Starpath Is Helping More Students Succeed At School

Press Release – Starpath

A pioneering research project, which is helping underachieving secondary school students succeed at school, is growing rapidly in scope. Starpath, a partnership between The University of Auckland and the Government, was established in 2005 to determine evidence-based …26 January 2011

A pioneering research project, which is helping underachieving secondary school students succeed at school, is growing rapidly in scope.

Starpath, a partnership between The University of Auckland and the Government, was established in 2005 to determine evidence-based ways of improving education results for Māori, Pacific and students at low-mid decile schools.

Between 2005 and 2010 Starpath conducted extensive research and implemented strategies for improving student performance in five pilot schools. In 2011 the project was expanded to a further 16 secondary schools in Auckland and Northland.

The five pilot schools involved in the project have seen dramatic improvements in NCEA results. One school increased its Level 3 NCEA results by 18 percent while another’s Level 1 pass rate went from 4 percent to 60 percent and its level 2 rate from 40 percent to 58 percent. As part of the project parent-student-teacher conferences were redesigned, which led on average to a 40 percent increase in attendance of parents.

Starpath Acting Director Professor Stuart McNaughton says by tracking and monitoring student progress Starpath has developed significant strategies to address the barriers which are stopping students from succeeding at secondary school and entering tertiary study.

“For example in phase one of the research project we discovered that many Māori and Pacific students who were academically able weren’t getting accepted into the degree courses of their choice because they had made ill-informed NCEA subject choices.”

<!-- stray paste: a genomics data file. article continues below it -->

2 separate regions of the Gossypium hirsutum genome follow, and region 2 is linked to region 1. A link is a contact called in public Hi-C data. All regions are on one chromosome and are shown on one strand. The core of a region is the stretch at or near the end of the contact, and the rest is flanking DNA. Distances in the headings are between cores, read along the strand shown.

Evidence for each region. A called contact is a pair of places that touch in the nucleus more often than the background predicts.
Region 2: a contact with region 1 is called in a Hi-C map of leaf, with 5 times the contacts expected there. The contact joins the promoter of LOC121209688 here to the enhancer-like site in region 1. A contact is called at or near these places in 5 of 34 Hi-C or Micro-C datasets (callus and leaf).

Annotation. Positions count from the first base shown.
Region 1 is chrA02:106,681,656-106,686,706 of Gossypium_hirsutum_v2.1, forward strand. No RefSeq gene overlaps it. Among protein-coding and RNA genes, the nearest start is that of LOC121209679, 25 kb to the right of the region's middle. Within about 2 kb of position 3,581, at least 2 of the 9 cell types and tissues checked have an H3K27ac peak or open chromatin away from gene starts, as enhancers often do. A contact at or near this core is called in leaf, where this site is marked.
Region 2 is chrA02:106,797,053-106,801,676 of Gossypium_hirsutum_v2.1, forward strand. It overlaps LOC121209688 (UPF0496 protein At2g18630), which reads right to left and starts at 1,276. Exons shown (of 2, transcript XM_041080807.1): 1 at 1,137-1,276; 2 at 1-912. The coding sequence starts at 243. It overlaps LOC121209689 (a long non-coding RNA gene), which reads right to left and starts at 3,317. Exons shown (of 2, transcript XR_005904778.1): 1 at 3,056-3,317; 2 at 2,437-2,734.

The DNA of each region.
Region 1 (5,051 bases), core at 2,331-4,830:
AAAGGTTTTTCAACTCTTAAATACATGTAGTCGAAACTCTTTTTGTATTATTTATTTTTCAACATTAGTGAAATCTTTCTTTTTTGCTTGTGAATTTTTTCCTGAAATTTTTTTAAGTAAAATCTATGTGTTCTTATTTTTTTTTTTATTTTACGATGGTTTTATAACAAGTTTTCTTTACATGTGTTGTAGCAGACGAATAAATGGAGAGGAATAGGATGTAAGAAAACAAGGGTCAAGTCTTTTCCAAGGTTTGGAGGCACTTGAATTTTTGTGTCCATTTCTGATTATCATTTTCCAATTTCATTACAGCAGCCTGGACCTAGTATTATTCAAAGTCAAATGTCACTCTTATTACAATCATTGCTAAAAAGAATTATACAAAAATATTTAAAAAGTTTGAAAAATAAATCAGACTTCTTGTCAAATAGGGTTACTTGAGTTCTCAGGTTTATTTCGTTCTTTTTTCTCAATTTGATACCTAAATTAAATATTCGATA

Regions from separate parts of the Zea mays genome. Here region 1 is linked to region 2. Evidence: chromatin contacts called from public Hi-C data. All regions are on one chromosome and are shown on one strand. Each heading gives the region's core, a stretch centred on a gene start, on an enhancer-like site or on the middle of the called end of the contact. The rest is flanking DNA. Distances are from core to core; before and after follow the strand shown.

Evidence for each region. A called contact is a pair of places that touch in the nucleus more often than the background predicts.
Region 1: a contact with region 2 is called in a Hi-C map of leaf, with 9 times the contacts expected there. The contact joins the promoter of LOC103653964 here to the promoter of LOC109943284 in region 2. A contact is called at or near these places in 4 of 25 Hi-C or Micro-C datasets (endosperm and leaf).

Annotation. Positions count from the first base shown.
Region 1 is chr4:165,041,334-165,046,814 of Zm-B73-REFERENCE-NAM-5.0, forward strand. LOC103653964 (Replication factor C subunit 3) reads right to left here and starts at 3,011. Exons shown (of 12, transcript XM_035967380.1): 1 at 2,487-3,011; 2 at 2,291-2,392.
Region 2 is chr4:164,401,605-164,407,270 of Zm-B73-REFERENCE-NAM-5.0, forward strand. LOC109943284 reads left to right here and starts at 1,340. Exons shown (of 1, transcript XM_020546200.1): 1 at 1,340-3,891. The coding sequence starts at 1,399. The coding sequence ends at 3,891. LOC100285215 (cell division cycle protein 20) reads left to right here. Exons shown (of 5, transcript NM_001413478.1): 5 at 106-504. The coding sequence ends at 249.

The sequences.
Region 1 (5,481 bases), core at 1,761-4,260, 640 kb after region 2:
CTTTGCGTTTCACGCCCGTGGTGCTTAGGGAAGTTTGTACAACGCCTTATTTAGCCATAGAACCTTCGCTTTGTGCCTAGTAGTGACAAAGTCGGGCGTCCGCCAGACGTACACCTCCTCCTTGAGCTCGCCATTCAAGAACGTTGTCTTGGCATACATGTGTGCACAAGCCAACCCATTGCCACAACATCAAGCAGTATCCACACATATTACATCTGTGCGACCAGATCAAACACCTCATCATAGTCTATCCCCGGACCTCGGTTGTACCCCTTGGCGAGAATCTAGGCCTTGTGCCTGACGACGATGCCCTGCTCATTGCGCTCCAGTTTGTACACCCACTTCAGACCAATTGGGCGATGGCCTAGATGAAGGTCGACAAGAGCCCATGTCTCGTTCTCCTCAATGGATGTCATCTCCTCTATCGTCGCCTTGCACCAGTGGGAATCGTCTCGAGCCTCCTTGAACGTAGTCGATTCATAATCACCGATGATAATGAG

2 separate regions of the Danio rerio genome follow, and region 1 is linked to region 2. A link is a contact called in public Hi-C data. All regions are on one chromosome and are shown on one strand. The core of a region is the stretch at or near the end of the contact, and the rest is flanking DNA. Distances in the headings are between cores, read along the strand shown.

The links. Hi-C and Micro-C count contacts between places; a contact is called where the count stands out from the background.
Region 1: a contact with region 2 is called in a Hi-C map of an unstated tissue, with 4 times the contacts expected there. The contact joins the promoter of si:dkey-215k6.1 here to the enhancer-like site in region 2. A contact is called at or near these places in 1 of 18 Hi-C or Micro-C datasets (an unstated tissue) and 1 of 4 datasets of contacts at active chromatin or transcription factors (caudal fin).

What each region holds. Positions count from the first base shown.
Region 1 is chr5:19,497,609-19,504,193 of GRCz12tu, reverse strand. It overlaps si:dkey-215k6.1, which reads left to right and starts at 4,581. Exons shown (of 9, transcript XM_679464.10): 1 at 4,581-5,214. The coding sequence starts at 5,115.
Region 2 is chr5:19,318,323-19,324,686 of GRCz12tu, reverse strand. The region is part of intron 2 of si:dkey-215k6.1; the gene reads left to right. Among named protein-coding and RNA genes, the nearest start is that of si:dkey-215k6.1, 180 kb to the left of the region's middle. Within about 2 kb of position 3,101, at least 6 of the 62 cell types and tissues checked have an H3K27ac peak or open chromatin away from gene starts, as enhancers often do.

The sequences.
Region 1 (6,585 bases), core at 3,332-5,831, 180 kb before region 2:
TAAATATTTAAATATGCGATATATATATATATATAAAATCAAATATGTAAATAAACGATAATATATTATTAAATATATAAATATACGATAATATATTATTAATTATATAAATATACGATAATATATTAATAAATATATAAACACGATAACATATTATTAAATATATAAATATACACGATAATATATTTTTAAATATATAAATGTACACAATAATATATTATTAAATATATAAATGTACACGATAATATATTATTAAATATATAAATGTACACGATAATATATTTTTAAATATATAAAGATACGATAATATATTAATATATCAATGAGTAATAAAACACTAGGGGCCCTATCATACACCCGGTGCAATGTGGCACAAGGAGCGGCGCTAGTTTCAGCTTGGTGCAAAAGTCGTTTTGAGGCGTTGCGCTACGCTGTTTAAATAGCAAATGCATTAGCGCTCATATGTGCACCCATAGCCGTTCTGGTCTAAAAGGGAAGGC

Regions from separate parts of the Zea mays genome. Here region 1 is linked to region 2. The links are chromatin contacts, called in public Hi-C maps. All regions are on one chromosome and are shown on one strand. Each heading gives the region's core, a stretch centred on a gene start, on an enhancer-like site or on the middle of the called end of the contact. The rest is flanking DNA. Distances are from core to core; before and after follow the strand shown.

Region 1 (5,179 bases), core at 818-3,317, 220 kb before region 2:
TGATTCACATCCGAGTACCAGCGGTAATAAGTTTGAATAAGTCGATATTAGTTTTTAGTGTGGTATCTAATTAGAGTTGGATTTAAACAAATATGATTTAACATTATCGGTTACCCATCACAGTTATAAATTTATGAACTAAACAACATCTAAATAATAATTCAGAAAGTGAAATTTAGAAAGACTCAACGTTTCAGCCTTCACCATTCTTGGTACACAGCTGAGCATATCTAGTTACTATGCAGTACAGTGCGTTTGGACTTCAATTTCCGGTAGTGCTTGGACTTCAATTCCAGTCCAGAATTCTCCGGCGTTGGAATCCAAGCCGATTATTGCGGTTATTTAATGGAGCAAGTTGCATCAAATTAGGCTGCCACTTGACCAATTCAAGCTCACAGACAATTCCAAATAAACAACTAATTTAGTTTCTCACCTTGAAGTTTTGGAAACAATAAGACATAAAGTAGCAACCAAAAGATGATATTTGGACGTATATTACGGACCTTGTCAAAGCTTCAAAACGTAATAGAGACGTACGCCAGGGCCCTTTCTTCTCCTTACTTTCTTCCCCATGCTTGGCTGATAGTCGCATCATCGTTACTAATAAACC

Phase two of the Starpath project, which started in 2011 and runs until 2015, addresses educational inequality by applying the lessons learned through its research in phase one in a much larger number of schools. “We started working with the 16 new schools last year, gathering and analysing student achievement data, with the aim of using it for academic counselling and for setting educational goals with students,” says Professor McNaughton.

It is expected that close to 40 schools in Auckland and Northland will be involved with the Starpath project by the end of this year.

Funding for Starpath is provided by the Tertiary Education Commission on the basis that the University raises matched funding from the private sector. The ASB Community Trust, a significant sponsor, provided Starpath with $1.55m between 2005-2010 and last year committed a further $1.5m under its Māori and Pacific Education Initiative.

Professor McNaughton says: “We are extremely grateful to ASB Community Trust for its ongoing financial support because it has allowed us to work with more schools. This means we will be able to help more young people succeed at secondary and tertiary level.”

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Original partner schools

Massey High School, as the lead school in the Starpath Project, developed the key strategies in conjunction with Starpath, which were researched and then implemented in Manurewa High School, Southern Cross Campus, Tikipunga High School and Kaitaia College from 2005-2010.

The Starpath Project is continuing to work with these schools.
The sixteen new schools are:

Northland schools
Ruawai College, Whangarei Boys’ High School, Whangarei Girls’ High School, Kamo High School and Dargaville High School.

Auckland schools
Edgewater College, James Cook High School, Papakura High School, Papatoetoe High School, Rosehill College, Tamaki College, Otahuhu College, Tangaroa College, Mangere College, Aorere College and Alfriston College.
Notes:

Starpath is also working in partnership with the Woolf Fisher Research Centre (WFRC) and The University of Auckland’s Centre for Educational Leadership (UACEL) to deliver programmes and conduct research related to literacy and school leadership respectively.

New Zealand has the second-highest rate of educational inequality in the OECD, with low rates of educational achievement for Māori, Pacific and students from low-income backgrounds.

According to the Ministry of Education almost one in five New Zealand students leave secondary school without formal qualifications. For Pacific students it is one in four and for Māori, one in three. In addition, more than 80 percent of Māori and 70 percent of Pacific tertiary study is at sub-degree level.

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ENDS

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